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If your child has a cough like a barking seal, she may have croup. Learn more about the signs of croup, how to keep your baby comfortable at home, and when to see a doctor.
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Croup in babies
If your child has ever had croup, you won't forget the sound of her barking like a seal. Croup is swelling of the voice box – or larynx – and windpipe, or trachea. It can be caused by many different germs – both bacteria or viruses or even allergens – but most often it's caused by a virus called para influenza. Kids under 5 years old are more prone to croup, and we see most cases during the winter months.
If your child has croup, her cough will be very distinctive. It's a deep cough that sounds like a barking seal, kind of like this. … When she inhales or takes a breath in, she may make a horse whistling noise, which is called stridor. Stridor sounds like this. …
She may also have labored breathing. The cough usually appears a few days after mild cold symptoms, like congestion and runny nose. Often, she'll have a low fever and a hoarse voice. Croup is usually worse at night, so brace yourself for a few hard nights early on, but the symptoms resolve within a week.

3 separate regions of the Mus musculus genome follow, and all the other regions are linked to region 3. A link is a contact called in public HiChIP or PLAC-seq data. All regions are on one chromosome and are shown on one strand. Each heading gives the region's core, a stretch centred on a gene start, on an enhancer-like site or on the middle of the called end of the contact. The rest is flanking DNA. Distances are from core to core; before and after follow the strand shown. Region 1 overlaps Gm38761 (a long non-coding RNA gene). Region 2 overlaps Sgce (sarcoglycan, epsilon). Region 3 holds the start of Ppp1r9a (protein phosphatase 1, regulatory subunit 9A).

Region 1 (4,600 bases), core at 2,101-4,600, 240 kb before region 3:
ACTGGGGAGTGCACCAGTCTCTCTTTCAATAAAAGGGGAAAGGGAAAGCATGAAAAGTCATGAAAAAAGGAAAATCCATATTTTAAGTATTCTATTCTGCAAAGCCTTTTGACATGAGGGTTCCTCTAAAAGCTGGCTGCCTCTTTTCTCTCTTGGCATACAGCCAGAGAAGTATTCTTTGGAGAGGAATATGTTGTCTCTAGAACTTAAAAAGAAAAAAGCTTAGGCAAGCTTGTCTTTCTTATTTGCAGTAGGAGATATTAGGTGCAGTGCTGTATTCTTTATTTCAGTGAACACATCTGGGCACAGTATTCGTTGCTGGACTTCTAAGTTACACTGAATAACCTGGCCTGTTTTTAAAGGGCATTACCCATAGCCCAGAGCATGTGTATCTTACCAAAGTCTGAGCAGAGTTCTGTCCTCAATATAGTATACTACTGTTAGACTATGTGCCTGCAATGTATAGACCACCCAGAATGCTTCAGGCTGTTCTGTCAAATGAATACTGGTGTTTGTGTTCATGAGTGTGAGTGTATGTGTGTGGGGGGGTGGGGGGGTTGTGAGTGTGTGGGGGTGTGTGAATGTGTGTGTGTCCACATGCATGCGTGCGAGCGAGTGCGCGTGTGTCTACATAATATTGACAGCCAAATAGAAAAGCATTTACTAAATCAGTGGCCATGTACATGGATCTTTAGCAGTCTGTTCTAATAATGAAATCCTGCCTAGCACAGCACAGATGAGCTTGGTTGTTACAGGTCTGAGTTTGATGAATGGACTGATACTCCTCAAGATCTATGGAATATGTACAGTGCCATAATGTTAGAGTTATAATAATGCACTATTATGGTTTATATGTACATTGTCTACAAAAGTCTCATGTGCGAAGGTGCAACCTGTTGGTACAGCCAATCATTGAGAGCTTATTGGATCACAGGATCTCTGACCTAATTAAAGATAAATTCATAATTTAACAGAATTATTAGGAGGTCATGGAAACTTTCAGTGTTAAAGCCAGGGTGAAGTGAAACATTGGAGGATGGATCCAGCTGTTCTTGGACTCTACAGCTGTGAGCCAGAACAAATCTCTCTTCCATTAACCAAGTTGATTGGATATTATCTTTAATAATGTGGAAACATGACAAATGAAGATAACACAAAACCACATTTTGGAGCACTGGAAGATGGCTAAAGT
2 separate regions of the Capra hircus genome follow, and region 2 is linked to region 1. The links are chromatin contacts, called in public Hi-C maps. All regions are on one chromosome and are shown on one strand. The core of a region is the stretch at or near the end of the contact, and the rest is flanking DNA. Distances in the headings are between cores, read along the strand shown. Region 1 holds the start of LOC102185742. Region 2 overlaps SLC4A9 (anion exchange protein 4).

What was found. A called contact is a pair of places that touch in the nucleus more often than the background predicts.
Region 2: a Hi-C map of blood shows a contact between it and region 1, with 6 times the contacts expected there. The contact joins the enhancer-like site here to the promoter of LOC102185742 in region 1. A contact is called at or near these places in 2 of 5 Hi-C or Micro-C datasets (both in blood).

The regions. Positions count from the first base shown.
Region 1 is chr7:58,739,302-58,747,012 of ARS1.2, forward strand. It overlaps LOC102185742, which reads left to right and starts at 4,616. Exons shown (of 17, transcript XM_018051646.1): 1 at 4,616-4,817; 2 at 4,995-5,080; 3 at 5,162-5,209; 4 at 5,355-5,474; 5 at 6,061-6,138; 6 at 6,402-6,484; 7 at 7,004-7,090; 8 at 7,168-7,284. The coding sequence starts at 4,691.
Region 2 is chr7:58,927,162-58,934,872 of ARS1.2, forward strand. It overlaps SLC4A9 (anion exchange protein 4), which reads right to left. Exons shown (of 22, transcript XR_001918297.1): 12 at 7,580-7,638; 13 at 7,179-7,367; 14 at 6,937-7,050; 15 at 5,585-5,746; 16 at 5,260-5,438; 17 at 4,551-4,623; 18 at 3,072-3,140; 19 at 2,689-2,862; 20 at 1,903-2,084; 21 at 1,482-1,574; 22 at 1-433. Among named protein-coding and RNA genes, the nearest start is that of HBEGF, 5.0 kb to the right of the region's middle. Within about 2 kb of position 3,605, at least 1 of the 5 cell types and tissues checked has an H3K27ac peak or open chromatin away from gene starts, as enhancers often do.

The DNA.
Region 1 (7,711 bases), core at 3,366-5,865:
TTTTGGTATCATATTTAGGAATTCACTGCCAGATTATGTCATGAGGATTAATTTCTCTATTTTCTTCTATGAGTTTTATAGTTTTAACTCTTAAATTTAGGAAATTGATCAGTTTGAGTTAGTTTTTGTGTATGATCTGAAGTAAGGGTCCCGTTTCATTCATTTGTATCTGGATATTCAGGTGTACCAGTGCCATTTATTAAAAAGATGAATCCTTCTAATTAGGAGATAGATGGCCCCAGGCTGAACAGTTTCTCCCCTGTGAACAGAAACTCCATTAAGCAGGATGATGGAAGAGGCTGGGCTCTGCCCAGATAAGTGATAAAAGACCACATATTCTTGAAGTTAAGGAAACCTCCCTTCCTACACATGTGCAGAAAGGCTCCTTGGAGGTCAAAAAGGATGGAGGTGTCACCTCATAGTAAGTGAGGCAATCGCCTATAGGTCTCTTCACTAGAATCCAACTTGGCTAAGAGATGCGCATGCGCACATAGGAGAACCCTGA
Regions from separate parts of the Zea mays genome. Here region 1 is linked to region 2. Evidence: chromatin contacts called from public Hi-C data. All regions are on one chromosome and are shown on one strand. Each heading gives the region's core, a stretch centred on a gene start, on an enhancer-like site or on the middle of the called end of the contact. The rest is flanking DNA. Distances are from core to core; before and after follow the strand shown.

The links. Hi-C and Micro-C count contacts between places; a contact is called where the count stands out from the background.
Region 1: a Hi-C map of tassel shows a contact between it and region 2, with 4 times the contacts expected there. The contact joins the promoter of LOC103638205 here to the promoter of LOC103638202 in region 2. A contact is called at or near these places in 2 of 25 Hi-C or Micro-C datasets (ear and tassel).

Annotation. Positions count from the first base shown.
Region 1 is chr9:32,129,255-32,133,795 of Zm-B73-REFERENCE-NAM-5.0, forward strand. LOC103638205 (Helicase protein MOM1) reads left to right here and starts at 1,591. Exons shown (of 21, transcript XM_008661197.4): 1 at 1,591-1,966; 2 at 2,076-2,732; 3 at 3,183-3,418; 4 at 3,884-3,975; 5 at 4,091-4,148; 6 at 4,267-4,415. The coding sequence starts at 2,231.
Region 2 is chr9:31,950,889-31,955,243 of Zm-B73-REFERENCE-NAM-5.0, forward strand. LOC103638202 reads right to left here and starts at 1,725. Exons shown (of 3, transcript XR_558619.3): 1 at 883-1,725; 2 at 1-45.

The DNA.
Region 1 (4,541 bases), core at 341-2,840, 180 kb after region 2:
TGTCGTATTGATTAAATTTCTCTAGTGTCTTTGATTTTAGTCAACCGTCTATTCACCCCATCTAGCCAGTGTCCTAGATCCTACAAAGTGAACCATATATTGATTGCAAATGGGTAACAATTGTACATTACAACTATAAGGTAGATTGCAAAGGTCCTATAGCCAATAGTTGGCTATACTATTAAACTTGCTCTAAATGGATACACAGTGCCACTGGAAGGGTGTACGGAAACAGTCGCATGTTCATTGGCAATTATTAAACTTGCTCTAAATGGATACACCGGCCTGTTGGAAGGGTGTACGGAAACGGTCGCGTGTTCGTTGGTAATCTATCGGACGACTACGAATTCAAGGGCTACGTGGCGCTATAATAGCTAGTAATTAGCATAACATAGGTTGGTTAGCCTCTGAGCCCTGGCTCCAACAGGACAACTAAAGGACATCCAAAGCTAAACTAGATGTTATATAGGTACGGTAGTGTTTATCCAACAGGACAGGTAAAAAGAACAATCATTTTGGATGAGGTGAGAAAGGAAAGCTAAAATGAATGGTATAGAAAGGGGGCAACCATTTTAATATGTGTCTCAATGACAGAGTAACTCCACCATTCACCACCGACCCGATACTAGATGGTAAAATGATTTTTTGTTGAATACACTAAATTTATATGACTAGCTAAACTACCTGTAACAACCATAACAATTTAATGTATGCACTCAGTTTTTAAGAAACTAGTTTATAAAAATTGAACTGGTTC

The type of croup that is caused by a virus is contagious. It can spread to others through secretions from the nose or mouth when your child coughs, sneezes, or wipes her nose.
Call your doctor if you think your child has croup. Your doctor may want to see her in the office to check her breathing. If your child has stridor or labored breathing while resting, you should take her to the hospital. Call 911 right away if your child is struggling to breathe or turning blue.
Moist, humidified or cold air can reduce the swelling in the upper airways. I recommend taking your child into a steamy bathroom. You can turn on the shower or bath and run the hot water with the bathroom door closed. Or you can take her outside in the cold air for 15 to 20 minutes. Try a cool-mist humidifier or a vaporizer in your child's room to help with the cough. If she has a fever or has discomfort, your doctor may recommend a dose of acetaminophen or ibuprofen at the correct dose according to her weight.
In the doctor's office, your doctor may treat croup with an oral or injectable dose of steroids to decrease the airway inflammation. If your child's croup is severe, she may need to be hospitalized to receive oxygen, inhaled medicines, IV steroids, and IV fluids. On the plus side, most kids outgrow croup, so they're much less likely to have it after they turn 5 years old.
Video production by Paige Bierma.